If you have osteoarthritis, rheumatoid arthritis, lupus, or another condition that makes your joints sore, cold weather may mean more pain and stiffness than ever.  Many doctors say it's a myth that weather changes cause flare-ups, but many patients say otherwise. If you're among those who can feel the weather in your bones via stiff, achy joints, here's what you need to know about what may (or may not) be causing it and what you can do to loosen up.

People have complained for centuries that their joint pain gets worse when the weather gets cold or stormy.  There aren't many studies that support this claim scientifically, but the ones that do say increased pain could be caused by a change in barometric pressure, constriction of blood vessels or muscle spasms.

  • The same barometric pressure change that causes storms to brew could also cause increased pressure in the synovial fluid that surrounds the joints. This could increase pressure on the bones and cause pain.
  • Blood vessels in your extremities constrict during cold weather as a way to shunt blood to the body's core to stay warm. This could cause decreased circulation, especially in your hands and feet, which could, in turn, cause pain.
  • Cold weather may also cause muscle spasms around affected joints.

While doctors don't have a lot of in-the-lab evidence to support these theories, there's plenty of anecdotal evidence.  Many patients come to their doctors with increased joint pain due to cold weather and their doctors often prescribe heat (which is, of course the opposite of cold weather) to alleviate the pain.  Try these tips to warm your bones:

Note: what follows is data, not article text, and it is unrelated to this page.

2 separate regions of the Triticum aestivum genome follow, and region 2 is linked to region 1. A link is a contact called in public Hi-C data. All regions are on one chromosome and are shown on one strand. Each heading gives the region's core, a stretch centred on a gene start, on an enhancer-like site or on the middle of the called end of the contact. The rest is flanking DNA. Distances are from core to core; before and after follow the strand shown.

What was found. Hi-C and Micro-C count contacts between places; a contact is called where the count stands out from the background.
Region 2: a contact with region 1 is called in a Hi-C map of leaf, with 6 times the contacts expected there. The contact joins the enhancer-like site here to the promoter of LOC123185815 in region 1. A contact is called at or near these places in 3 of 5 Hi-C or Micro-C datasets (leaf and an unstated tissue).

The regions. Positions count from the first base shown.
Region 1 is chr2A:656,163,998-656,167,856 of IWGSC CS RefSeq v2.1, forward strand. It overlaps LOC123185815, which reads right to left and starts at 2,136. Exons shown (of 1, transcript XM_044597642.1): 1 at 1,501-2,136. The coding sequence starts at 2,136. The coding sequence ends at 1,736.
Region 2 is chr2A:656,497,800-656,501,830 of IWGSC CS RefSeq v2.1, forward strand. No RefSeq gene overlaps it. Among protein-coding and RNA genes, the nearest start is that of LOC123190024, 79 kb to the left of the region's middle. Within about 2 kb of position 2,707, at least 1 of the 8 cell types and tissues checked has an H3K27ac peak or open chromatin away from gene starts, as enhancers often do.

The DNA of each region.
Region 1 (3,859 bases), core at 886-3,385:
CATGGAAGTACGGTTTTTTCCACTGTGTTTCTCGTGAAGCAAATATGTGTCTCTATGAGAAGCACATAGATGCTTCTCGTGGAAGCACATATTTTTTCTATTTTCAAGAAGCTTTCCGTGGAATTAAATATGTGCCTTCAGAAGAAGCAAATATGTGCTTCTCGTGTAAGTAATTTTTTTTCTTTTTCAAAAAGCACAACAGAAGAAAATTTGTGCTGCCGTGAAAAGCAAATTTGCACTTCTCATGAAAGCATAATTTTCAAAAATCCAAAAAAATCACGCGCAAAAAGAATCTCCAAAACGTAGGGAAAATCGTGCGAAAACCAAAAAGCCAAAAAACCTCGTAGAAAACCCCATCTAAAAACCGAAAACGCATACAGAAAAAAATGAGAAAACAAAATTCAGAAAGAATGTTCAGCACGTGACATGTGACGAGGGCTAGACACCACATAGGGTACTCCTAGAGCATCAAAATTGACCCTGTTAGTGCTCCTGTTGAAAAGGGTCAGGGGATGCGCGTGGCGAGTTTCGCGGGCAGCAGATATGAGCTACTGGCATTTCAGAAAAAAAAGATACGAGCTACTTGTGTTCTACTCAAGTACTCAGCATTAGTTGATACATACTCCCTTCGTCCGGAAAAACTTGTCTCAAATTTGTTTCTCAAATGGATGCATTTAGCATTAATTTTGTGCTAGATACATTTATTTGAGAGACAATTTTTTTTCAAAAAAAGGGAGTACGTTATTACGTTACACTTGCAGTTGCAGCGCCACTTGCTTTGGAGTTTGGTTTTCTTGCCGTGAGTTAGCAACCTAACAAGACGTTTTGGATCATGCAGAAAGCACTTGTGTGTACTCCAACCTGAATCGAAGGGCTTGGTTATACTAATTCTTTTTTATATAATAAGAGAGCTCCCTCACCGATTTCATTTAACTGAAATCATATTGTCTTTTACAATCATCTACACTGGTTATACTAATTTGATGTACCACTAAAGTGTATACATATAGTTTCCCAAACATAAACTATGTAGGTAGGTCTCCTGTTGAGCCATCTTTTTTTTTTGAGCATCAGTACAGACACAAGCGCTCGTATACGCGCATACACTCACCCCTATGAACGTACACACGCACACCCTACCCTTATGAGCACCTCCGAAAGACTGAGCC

• Warm up before you get out of bed with an electric heating pad.
  • Use moist heat applied with warm wet cloths, which patients say is more effective than the dry heat of heating pads.
  • Purchase gel wraps at your drug store or make your own by filling an old sock with dry rice and heat it in the microwave.
  • Purchase an inexpensive paraffin wax warmer (sometimes used for manicures) and dip your hands or feet in the warm, melted wax. You can dip several times and peel off the cold wax when you're feeling less painful and more flexible.
  • Drink warm liquids to heat your body from the inside out.
  • Take a warm bath or sit in the hot tub
  • Try a sauna or steam bath
  • Flex and bend your stiff joints gently before stepping out for your day.
  • Sleep with an electric blanket
  • Pre-heat your car (or get someone else to do it for you)

Once you're warm, start exercising. Exercise is key to keeping your joints lubricated with synovial fluid and keeping muscles and ligaments flexible. Even a few hours of exercises spread out through your week will can keep you warm and limber on your coldest, achiest days.  Flex and bend your achy joints gently several times before you start vigorous exercise.  Start every workout with a warm up session and finish with stretching.


National Institutes of Health

When the Weather Gets Cold